Posted by: tim ellis | August 21, 2005

Reykjavik/Rockport, Ma. – Friday 30th July, 1999

I check in early at Heathrow and thus secure a window seat. The plane is a 757, and my seat is towards the front, so it is quite late boarding (which we have to do across the tarmac, as the bridge is out of commission). I have just settled in when the stewardess asks if I would mind swapping with the husband of my neighbour, as he is about 12 rows back in the middle seat. I can’t think of a good reason not to, and am profusely thanked by both the lady and her husband, (though not the chap I nearly brain putting my bag up in the new locker … Oops).

The flight is uneventful, but on arrival at Kevaflik airport there doesn’t appear to be a “Discover The World” rep. There is someone from “Arctic Experience” (DTW’s ‘other’ name) but she knows nothing about our trip, and doesn’t have our names on her list. Fortunately, at this point our driver – Peter – shows up, and taking the three of us that he has found out to his minibus, before going back to look for the other six. Being very British we don’t introduce ourselves, so at this stage I don’t know anyone’s name – it saves forgetting them!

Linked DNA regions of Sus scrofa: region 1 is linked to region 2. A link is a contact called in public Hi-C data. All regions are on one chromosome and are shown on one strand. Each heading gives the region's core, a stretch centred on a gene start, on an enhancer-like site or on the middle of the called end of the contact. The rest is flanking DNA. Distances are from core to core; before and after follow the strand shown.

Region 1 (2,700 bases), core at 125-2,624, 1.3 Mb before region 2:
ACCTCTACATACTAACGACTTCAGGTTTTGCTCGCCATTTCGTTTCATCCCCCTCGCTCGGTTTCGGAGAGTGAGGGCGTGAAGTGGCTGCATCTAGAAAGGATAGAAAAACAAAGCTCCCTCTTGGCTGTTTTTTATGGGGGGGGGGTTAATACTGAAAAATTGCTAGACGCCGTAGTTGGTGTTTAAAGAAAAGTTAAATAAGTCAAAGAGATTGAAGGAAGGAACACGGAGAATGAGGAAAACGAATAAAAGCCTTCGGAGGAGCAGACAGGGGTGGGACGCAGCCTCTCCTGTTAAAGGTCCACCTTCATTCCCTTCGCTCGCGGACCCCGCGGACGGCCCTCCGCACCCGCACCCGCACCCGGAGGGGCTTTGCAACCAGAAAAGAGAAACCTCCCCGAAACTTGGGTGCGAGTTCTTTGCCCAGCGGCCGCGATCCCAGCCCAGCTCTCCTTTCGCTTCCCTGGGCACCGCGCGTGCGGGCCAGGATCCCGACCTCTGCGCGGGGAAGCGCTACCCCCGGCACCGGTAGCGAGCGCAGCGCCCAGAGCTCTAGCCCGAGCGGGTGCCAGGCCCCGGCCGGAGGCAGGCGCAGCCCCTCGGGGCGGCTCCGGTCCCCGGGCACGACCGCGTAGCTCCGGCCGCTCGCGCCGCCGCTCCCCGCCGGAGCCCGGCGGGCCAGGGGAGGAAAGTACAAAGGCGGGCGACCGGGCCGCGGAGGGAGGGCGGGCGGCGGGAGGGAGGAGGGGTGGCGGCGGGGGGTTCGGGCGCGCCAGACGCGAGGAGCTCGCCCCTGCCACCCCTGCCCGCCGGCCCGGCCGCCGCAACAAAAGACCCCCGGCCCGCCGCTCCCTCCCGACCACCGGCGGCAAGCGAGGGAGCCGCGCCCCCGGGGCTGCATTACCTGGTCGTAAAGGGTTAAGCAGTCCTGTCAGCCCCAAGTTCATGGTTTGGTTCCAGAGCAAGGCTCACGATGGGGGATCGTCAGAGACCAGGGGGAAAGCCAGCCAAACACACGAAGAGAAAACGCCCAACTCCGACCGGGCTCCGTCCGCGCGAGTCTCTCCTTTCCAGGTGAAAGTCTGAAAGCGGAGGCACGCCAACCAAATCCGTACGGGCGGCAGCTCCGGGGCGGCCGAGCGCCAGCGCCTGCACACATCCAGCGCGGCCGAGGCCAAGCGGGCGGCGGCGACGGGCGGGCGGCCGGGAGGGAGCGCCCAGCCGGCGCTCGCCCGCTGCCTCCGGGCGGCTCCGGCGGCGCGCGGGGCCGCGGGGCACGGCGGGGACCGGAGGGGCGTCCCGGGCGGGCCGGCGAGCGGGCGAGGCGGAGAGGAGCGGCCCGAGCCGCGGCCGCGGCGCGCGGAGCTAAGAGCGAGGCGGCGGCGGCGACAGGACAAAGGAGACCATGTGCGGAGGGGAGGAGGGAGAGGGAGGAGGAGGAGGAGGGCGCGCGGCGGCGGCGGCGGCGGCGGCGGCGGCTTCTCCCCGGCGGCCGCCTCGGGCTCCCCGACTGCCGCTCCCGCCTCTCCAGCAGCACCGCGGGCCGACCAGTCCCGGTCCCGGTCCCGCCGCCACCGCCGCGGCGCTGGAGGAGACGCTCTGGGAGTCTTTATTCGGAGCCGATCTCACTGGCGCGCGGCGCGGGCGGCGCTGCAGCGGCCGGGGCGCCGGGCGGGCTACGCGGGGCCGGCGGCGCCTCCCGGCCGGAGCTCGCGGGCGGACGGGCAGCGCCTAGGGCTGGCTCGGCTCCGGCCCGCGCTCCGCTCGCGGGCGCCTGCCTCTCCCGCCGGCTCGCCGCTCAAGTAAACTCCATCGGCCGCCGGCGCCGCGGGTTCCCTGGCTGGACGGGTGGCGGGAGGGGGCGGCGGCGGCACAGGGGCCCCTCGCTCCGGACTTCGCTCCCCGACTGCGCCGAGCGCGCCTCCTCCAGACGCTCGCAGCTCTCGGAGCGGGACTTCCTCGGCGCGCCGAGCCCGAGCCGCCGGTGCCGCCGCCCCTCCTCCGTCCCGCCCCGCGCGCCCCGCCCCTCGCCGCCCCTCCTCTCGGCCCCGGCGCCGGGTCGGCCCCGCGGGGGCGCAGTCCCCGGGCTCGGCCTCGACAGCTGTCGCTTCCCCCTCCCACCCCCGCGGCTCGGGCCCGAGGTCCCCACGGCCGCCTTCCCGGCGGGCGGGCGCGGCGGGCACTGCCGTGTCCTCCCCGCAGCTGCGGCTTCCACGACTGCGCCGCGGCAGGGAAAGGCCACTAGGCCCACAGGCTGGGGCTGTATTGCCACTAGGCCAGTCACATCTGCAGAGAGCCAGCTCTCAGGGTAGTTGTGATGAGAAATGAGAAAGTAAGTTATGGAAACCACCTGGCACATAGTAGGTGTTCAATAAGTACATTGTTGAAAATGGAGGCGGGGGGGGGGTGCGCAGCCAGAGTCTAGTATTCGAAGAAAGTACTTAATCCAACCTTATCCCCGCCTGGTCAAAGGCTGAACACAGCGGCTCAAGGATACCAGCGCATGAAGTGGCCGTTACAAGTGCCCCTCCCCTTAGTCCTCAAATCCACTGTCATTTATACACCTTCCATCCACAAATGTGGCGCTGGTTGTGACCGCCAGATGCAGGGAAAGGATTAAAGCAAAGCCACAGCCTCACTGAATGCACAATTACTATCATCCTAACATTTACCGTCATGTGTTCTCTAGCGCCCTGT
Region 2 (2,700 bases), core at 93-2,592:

We are dropped at the hotel and are free until 8:30 tomorrow. I plan to walk down to the shopping mall, and then to “The Pearl” – a geothermal storage facility, with a viewing platform and restaurant, both of which Peter pointed out on the way in. Unfortunately, taking a wrong turning means I miss out on the Mall, so I head straight for “The Pearl”. The views are good, if a bit cloudy, while the restaurant is extremely pricey. My new plan is to head for Holgrimskirk (which is an easily identifiable landmark) and then from there head towards the tourist information centre, which I guess will be near the centre of the town.

The Tourist Information Centre has just closed when I get there, but most of the other shops are still open, and I look around for a while before looking for somewhere to eat. Finally settle on Einar Ben, a restaurant in the old offices of a turn of the century businessman and poet. Although the meal is expensive (all meals in Iceland are expensive!) the coffee works out to be a great bargain, as I get half a (large) cafetiere & four Belgian chocolates.

I walk it off by heading back to the hotel via a different route, spotting several possibilities for a meal tomorrow.

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